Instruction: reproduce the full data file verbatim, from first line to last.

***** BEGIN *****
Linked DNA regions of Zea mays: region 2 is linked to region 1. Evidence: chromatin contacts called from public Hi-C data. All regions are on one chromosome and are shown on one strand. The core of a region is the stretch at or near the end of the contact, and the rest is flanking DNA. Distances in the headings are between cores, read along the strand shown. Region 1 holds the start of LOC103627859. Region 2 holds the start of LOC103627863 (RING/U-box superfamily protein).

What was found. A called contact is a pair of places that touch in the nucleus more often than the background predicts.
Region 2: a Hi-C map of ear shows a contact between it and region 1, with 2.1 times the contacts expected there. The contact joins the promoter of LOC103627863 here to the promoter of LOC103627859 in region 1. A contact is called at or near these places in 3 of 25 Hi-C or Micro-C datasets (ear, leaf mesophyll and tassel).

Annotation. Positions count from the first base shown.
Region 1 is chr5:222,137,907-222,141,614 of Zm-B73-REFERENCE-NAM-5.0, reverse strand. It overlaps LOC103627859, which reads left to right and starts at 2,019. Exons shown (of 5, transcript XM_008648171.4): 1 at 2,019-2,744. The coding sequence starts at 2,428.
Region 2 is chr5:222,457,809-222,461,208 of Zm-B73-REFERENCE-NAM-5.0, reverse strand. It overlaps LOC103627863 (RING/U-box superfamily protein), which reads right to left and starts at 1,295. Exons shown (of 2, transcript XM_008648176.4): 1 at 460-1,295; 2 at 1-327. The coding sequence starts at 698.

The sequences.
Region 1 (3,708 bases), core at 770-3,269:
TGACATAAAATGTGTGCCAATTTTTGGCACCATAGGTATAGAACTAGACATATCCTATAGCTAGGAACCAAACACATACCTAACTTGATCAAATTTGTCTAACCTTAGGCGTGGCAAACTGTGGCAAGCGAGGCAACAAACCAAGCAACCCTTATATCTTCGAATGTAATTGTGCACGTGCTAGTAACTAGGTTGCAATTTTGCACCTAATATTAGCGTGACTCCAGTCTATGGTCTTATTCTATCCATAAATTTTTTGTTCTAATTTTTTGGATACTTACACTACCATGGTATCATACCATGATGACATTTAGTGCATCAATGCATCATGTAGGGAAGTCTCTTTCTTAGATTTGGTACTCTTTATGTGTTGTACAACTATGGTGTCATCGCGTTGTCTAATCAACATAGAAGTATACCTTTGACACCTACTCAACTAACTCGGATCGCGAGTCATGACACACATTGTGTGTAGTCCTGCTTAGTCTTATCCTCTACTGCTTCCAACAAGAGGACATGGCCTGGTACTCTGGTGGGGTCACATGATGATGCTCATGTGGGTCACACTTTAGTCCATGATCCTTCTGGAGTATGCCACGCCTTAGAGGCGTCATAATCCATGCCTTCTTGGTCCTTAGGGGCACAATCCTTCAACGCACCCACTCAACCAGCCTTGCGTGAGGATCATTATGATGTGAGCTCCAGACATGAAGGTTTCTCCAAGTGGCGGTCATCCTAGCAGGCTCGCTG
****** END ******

Linked DNA regions of Zea mays: region 2 is linked to region 1. Evidence: chromatin contacts called from public Hi-C data. All regions are on one chromosome and are shown on one strand. The core of a region is the stretch at or near the end of the contact, and the rest is flanking DNA. Distances in the headings are between cores, read along the strand shown. Region 1 holds the start of LOC103627859. Region 2 holds the start of LOC103627863 (RING/U-box superfamily protein).

What was found. A called contact is a pair of places that touch in the nucleus more often than the background predicts.
Region 2: a Hi-C map of ear shows a contact between it and region 1, with 2.1 times the contacts expected there. The contact joins the promoter of LOC103627863 here to the promoter of LOC103627859 in region 1. A contact is called at or near these places in 3 of 25 Hi-C or Micro-C datasets (ear, leaf mesophyll and tassel).

Annotation. Positions count from the first base shown.
Region 1 is chr5:222,137,907-222,141,614 of Zm-B73-REFERENCE-NAM-5.0, reverse strand. It overlaps LOC103627859, which reads left to right and starts at 2,019. Exons shown (of 5, transcript XM_008648171.4): 1 at 2,019-2,744. The coding sequence starts at 2,428.
Region 2 is chr5:222,457,809-222,461,208 of Zm-B73-REFERENCE-NAM-5.0, reverse strand. It overlaps LOC103627863 (RING/U-box superfamily protein), which reads right to left and starts at 1,295. Exons shown (of 2, transcript XM_008648176.4): 1 at 460-1,295; 2 at 1-327. The coding sequence starts at 698.

The sequences.
Region 1 (3,708 bases), core at 770-3,269:
TGACATAAAATGTGTGCCAATTTTTGGCACCATAGGTATAGAACTAGACATATCCTATAGCTAGGAACCAAACACATACCTAACTTGATCAAATTTGTCTAACCTTAGGCGTGGCAAACTGTGGCAAGCGAGGCAACAAACCAAGCAACCCTTATATCTTCGAATGTAATTGTGCACGTGCTAGTAACTAGGTTGCAATTTTGCACCTAATATTAGCGTGACTCCAGTCTATGGTCTTATTCTATCCATAAATTTTTTGTTCTAATTTTTTGGATACTTACACTACCATGGTATCATACCATGATGACATTTAGTGCATCAATGCATCATGTAGGGAAGTCTCTTTCTTAGATTTGGTACTCTTTATGTGTTGTACAACTATGGTGTCATCGCGTTGTCTAATCAACATAGAAGTATACCTTTGACACCTACTCAACTAACTCGGATCGCGAGTCATGACACACATTGTGTGTAGTCCTGCTTAGTCTTATCCTCTACTGCTTCCAACAAGAGGACATGGCCTGGTACTCTGGTGGGGTCACATGATGATGCTCATGTGGGTCACACTTTAGTCCATGATCCTTCTGGAGTATGCCACGCCTTAGAGGCGTCATAATCCATGCCTTCTTGGTCCTTAGGGGCACAATCCTTCAACGCACCCACTCAACCAGCCTTGCGTGAGGATCATTATGATGTGAGCTCCAGACATGAAGGTTTCTCCAAGTGGCGGTCATCCTAGCAGGCTCGCTG